Sir Paul McCartney has told how his drinking got out of control as he turned to the whisky bottle for comfort while The Beatles were breaking up.
The musician admitted the problem got so bad in 1970 after he retreated to his Mull of Kintyre home in Scotland that he struggled to write songs and was told to cut back by his concerned wife Linda.
Sir Paul - who will today perform in front of The Queen at her Diamond Jubilee concert - confessed that although moving to High Park Farm was meant to be 'an escape' from the stresses of the band the 'business hassles' followed him and he drank to try to block them out.
Sir Paul and his late wife Linda and their children on Kintyre. He has admitted he had the freedom to drink whenever he fancied when he was there
The musician, who will be 70 on June 18, admitted: 'I over did it, basically'.
He lifted the lid on his troubled times on Kintyre for a candid interview with Paul Draper, the former lead singer of the band Mansun, about songwriting techniques for Drowned in Sound.
Speaking about the volume of alcohol he drank, he said: 'Yeah... no I did, yeah. That was kind of a feature of that time, because what happened was The Beatles, towards the end, was very constricting,' he said.
'You were in a corporate world suddenly....... It’s not what you get into music for, but it’s there, it’s a fact of life, especially when you were the label. We were doing Apple, The Beatles ‘Apple’, and it got very heavy, so me and Linda escaped with the kids, but the business hassles were still there.
'So I think I was just trying to escape in my own mind. I had the freedom to have just have a drink whenever I fancied it. I’d go into the studio, maybe have another drink and so on. I over did it, basically, I got to a point where Linda had to say ‘look, you should cool it’.
George Harrison, John Lennon, Ringo Starr and Paul McCartney pictured in 1964. Over the years Sir Paul has quietly bought-up five farms in total on Kintyre but has admitted he hit the bottle after the band split in 1970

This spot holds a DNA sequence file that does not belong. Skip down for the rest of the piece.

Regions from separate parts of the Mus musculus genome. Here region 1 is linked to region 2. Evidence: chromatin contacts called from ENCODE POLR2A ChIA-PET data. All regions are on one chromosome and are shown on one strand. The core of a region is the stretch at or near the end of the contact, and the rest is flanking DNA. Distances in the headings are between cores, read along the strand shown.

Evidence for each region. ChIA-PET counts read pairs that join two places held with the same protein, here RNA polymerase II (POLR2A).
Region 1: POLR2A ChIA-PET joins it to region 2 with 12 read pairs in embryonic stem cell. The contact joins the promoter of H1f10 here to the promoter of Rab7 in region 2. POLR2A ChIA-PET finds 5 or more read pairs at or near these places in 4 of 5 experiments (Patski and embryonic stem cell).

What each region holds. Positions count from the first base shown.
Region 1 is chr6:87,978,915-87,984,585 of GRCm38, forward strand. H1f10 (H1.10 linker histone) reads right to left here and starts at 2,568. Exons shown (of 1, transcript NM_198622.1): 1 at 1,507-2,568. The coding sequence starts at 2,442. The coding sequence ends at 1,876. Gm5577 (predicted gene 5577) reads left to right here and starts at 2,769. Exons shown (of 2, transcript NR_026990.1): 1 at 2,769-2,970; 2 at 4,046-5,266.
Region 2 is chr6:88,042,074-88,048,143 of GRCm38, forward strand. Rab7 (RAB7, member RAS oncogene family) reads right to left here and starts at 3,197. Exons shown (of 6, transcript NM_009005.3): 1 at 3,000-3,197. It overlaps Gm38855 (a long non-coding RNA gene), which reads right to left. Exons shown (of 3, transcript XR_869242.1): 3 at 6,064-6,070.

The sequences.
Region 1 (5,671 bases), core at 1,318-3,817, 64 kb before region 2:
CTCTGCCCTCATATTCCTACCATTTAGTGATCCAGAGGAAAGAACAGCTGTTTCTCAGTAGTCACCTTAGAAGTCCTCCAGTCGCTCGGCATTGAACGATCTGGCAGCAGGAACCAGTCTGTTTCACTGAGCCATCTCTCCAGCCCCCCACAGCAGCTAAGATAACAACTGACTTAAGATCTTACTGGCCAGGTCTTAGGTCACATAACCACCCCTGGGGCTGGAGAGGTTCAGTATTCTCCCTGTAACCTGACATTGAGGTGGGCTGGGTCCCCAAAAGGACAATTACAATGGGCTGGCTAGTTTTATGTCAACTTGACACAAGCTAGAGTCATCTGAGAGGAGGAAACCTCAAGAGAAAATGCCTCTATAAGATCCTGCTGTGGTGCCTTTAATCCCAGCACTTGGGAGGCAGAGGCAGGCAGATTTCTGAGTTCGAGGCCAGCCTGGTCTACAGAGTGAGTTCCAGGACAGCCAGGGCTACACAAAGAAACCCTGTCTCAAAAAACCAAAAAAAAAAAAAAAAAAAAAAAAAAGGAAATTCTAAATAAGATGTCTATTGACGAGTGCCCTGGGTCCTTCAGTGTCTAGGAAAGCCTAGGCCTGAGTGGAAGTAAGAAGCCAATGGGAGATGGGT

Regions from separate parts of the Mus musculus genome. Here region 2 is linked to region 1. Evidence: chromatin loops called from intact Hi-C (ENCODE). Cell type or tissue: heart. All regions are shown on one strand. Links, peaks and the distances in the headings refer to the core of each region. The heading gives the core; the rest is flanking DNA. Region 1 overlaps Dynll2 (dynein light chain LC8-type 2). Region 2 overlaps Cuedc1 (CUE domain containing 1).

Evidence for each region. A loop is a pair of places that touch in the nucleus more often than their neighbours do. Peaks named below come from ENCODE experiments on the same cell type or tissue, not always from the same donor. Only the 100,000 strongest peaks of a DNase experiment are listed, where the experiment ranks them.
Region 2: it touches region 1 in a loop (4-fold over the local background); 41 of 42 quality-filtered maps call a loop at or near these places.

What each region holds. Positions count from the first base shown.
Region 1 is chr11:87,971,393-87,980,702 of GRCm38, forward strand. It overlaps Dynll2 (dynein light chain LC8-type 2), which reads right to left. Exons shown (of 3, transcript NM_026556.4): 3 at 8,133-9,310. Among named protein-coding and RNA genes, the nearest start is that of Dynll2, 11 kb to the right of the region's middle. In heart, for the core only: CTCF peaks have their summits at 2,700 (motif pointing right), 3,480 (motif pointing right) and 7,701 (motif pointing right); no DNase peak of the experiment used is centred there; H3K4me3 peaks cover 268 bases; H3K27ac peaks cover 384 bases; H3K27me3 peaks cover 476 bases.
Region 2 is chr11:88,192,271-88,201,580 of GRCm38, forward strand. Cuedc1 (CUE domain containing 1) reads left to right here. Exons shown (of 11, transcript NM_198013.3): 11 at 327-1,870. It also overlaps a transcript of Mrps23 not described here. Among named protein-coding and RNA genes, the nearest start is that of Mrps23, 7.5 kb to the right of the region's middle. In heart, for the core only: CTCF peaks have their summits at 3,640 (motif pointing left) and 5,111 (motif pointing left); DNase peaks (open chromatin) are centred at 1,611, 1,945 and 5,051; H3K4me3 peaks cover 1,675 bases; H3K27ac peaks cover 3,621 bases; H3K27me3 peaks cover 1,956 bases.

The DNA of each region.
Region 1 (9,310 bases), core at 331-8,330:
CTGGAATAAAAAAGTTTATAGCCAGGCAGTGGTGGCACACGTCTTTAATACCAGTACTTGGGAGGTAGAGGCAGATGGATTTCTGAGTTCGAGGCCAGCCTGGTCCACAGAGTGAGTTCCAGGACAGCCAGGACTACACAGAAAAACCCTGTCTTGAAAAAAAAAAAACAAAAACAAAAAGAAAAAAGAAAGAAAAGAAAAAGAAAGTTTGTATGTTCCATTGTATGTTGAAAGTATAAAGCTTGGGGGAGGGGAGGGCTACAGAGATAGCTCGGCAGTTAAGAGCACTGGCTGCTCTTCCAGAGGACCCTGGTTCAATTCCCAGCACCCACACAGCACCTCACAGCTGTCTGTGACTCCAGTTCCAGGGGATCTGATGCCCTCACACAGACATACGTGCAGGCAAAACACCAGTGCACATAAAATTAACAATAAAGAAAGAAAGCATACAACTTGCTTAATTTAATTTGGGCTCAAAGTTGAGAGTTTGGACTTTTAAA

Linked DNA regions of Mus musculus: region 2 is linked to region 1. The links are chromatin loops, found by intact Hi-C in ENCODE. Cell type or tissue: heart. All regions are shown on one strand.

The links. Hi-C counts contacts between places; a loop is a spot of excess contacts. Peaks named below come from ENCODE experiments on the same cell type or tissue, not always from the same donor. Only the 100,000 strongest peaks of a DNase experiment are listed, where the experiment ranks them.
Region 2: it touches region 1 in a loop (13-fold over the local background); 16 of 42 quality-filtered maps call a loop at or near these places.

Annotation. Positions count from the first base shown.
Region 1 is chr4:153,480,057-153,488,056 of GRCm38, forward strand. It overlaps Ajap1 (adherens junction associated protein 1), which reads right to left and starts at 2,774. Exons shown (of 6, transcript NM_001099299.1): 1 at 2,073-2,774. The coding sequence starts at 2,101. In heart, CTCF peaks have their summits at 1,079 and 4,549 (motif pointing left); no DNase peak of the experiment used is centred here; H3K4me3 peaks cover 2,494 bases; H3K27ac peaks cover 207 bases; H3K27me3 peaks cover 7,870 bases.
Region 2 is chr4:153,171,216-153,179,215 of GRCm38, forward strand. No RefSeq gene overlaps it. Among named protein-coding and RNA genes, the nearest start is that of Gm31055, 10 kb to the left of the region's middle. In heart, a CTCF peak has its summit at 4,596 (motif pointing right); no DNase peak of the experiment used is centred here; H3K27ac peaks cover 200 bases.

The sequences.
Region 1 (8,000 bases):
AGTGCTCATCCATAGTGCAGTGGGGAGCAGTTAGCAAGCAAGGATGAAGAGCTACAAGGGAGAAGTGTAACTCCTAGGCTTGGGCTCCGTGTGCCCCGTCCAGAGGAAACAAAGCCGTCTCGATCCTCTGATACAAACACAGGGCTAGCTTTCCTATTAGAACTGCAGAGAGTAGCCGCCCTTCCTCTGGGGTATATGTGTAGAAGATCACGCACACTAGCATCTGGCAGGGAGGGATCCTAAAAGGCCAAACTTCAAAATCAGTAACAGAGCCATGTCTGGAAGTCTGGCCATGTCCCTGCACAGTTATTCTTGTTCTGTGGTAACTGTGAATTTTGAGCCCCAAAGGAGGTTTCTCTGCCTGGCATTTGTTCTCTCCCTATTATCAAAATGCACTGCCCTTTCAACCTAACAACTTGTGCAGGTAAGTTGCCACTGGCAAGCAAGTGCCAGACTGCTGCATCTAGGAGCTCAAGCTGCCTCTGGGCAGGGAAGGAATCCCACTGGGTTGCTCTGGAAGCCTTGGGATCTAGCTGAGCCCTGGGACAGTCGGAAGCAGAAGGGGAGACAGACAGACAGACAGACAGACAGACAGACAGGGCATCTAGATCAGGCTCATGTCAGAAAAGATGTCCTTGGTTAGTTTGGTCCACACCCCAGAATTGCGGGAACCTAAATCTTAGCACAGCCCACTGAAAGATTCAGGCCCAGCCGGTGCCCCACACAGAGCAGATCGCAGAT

Sir Paul McCartney and his new wife Nancy Shevell pictured last year and right Sir Paul with Linda in 1970, the year the Beatles split up. The couple tried to escape business 'hassles' by staying at their Kintyre home
He said: 'I’d be getting like ‘heeyyyy, nice and fuzzy’ and it’s not a good thing to write. Least for me it’s not. Me and John (Lennon) were always very straight when we wrote, and it was normally in the middle of the day when you had your wits about you.'
Sir Paul said he would spend his time drinking whisky 'of which there was a large supply in Scotland.'
Also in the interview, which coincides with the re-release after 41 years of Sir Paul’s solo album Ram, which he wrote at High Park Farm, he said he had given up smoking cannabis for the sake of his daughter Beatrice after decided 'enough's enough'.
Sir Paul spoke about his average day when he started writing the album, much of which was written in Scotland.
Paul McCartney with former girlfriend Jane Asher and sheepdog Martha on Paul's farm on Kintyre, in 1967. The musician has spoken about his battle with the bottle there which worried his late wife Linda
Picturesque: Port Campbeltown on Kintyre. High Park Farm has always been special to Sir Paul. It was where he discovered vegetarianism, where he fled with Linda
He said he would get up, have breakfast with the family, the 'maybe go into my little studio.'